author = "Couchman, {J R} and J Yates and King, {R J} and Badley, {R A}",
note = "Keywords: Animals; Cell Adhesion; Cell Division; Cells, Cultured; Cytoskeleton; Female; Fibronectins; Mammary Neoplasms, Experimental; Mice; Microtubules; Receptors, Androgen; Receptors, Steroid; Testosterone",
year = "1981",
language = "English",
volume = "41",
pages = "263--9",
journal = "Cancer Research",
issn = "0008-5472",
publisher = "American Association for Cancer Research",
number = "1",

}

RIS

TY - JOUR

T1 - Changes in microfilament and focal adhesion distribution with loss of androgen responsiveness in cultured mammary tumor cells.

AU - Couchman, J R

AU - Yates, J

AU - King, R J

AU - Badley, R A

N1 - Keywords: Animals; Cell Adhesion; Cell Division; Cells, Cultured; Cytoskeleton; Female; Fibronectins; Mammary Neoplasms, Experimental; Mice; Microtubules; Receptors, Androgen; Receptors, Steroid; Testosterone

PY - 1981

Y1 - 1981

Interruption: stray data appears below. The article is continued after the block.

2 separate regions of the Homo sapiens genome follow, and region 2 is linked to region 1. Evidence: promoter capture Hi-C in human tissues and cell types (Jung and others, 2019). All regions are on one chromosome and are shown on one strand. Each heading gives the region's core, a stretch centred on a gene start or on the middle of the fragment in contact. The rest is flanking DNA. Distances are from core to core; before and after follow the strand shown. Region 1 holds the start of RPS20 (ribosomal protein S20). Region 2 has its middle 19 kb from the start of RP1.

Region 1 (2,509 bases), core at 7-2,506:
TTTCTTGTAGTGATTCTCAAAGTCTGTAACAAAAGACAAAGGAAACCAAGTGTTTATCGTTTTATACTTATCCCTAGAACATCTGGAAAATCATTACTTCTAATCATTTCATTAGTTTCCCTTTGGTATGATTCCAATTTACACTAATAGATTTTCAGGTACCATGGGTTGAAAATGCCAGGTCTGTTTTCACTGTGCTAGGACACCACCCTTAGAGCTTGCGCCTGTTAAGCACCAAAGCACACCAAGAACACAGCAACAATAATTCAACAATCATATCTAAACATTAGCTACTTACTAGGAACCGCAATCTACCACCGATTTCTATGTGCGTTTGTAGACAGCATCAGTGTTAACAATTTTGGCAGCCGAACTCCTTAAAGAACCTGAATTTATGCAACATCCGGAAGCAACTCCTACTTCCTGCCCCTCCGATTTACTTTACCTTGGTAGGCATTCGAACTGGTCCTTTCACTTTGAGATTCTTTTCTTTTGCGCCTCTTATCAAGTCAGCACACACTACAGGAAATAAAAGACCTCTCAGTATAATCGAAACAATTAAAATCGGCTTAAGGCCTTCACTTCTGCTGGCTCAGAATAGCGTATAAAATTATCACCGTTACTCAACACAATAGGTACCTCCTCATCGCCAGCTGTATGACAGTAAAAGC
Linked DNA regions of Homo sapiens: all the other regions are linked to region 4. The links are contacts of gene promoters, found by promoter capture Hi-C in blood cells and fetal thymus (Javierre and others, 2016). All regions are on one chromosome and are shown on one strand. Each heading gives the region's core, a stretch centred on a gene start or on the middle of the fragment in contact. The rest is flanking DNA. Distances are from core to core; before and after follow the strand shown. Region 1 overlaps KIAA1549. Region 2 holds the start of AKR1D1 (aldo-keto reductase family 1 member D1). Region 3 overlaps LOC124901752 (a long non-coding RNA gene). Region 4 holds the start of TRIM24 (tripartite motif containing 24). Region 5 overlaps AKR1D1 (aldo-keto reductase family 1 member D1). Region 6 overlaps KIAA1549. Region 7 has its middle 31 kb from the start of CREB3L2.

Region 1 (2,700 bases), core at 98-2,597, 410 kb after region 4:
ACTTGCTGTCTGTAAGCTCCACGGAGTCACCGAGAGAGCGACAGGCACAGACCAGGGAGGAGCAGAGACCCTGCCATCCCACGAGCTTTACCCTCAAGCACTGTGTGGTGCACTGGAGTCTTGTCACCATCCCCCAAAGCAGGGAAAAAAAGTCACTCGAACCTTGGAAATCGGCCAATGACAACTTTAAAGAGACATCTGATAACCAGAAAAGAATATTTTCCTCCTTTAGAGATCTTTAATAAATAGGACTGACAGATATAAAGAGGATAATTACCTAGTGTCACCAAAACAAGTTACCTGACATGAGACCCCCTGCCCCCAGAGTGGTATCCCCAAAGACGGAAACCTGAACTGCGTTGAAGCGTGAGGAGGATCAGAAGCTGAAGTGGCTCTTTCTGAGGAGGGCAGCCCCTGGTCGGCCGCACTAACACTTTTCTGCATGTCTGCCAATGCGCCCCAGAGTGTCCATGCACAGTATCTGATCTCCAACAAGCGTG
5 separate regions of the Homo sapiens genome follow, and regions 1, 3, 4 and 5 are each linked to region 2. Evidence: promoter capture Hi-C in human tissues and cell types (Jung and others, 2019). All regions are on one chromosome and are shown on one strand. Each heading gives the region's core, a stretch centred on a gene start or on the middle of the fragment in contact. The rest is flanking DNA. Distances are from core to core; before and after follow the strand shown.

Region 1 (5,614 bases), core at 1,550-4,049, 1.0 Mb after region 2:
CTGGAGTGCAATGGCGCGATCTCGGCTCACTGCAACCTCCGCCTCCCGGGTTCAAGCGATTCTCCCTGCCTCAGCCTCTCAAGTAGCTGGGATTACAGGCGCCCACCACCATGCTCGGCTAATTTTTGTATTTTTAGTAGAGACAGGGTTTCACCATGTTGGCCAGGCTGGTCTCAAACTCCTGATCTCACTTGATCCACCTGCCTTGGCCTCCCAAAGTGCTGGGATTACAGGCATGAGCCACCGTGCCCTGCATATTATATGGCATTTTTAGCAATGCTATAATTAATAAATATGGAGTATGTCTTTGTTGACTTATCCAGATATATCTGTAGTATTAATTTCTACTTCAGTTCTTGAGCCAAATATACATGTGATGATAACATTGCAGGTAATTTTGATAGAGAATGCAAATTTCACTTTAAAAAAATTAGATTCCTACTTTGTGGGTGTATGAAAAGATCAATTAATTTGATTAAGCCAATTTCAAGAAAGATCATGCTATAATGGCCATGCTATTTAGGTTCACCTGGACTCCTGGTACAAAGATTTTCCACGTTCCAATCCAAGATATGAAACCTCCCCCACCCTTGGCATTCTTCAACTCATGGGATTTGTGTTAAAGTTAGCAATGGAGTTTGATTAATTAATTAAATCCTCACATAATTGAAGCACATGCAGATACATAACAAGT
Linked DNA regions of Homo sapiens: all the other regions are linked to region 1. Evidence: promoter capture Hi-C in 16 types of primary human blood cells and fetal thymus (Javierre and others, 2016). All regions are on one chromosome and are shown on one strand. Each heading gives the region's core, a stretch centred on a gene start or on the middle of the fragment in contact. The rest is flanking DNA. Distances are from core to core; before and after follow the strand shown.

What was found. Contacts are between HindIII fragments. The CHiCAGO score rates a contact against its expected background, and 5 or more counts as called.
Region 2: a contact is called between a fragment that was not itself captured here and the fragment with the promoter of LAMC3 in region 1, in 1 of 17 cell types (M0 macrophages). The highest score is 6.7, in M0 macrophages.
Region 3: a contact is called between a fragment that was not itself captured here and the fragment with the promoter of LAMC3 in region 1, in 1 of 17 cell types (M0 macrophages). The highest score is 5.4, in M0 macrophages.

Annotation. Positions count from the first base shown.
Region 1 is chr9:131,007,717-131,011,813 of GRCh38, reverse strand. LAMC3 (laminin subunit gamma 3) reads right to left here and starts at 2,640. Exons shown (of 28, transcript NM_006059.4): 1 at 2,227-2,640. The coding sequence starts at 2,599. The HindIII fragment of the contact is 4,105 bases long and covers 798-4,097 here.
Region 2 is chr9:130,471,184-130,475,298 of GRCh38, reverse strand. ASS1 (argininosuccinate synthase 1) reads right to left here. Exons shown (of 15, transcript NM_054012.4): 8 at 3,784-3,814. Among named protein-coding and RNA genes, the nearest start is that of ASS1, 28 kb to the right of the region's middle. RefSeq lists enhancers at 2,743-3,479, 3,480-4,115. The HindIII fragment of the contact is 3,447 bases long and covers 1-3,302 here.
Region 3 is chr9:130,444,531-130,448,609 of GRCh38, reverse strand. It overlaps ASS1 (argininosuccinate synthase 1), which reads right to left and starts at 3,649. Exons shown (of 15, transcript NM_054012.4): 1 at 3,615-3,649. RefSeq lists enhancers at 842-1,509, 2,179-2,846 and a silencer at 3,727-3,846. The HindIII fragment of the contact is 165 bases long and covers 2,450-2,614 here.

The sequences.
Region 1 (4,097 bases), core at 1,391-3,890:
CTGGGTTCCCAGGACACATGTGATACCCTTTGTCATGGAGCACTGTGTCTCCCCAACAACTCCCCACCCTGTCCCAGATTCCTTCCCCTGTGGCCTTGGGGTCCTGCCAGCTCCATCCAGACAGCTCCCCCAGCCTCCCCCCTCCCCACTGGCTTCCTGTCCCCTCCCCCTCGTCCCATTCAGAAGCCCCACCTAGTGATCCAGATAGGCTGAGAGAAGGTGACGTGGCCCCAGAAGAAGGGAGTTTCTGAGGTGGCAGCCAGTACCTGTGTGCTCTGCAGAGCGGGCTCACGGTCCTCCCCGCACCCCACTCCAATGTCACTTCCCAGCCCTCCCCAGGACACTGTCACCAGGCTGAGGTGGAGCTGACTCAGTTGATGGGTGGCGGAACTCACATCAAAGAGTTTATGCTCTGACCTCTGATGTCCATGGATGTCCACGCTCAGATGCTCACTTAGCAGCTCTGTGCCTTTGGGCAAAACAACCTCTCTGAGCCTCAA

N2 - The actin-containing microfilaments, microtubules, and fibronectin expression of Shionogi 115 mouse mammary tumor cells were visualized by indirect immunofluorescence microscopy. Also studied was the focal adhesion distribution as revealed by interference reflection microscopy and the ability of the cells to grow in suspension culture. All these parameters were documented for androgen-responsive and -unresponsive cells grown in culture, as well as the transition of androgen-responsive to -unresponsive cells when deprived of androgen. The androgen-unresponsive cells had extensive and prominent microfilament bundles together with focal adhesions on the lower cell surface and also showed strict anchorage dependence for growth. In contrast, microfilament bundles and focal adhesions were absent from androgen-responsive cells, which furthermore had the ability to grow in suspension culture. Differences were also apparent in fibronectin expression, the androgen-unresponsive cells having more of this glycoprotein detectable on their surfaces than the androgen-responsive cells. The androgen-responsive and -unresponsive cells had similar microtubule arrays, however. During the transition from the androgen-responsive to the androgen-unresponsive phenotype, the androgen-responsive cells gradually took on the characteristics of androgen-unresponsive cells as judged by cellular morphology or the presence of focal adhesions and microfilament bundles. At intermediate stages in this process, characteristics of both cell types were visible in the cell populations. However, at the stage where all androgen-responsive characteristics were lost, the cells were no longer androgen sensitive. The loss of androgen responsiveness in Shionogi 115 mouse mammary tumor cells is correlated with changes at the cell membrane and the microfilament component of the cytoskeleton.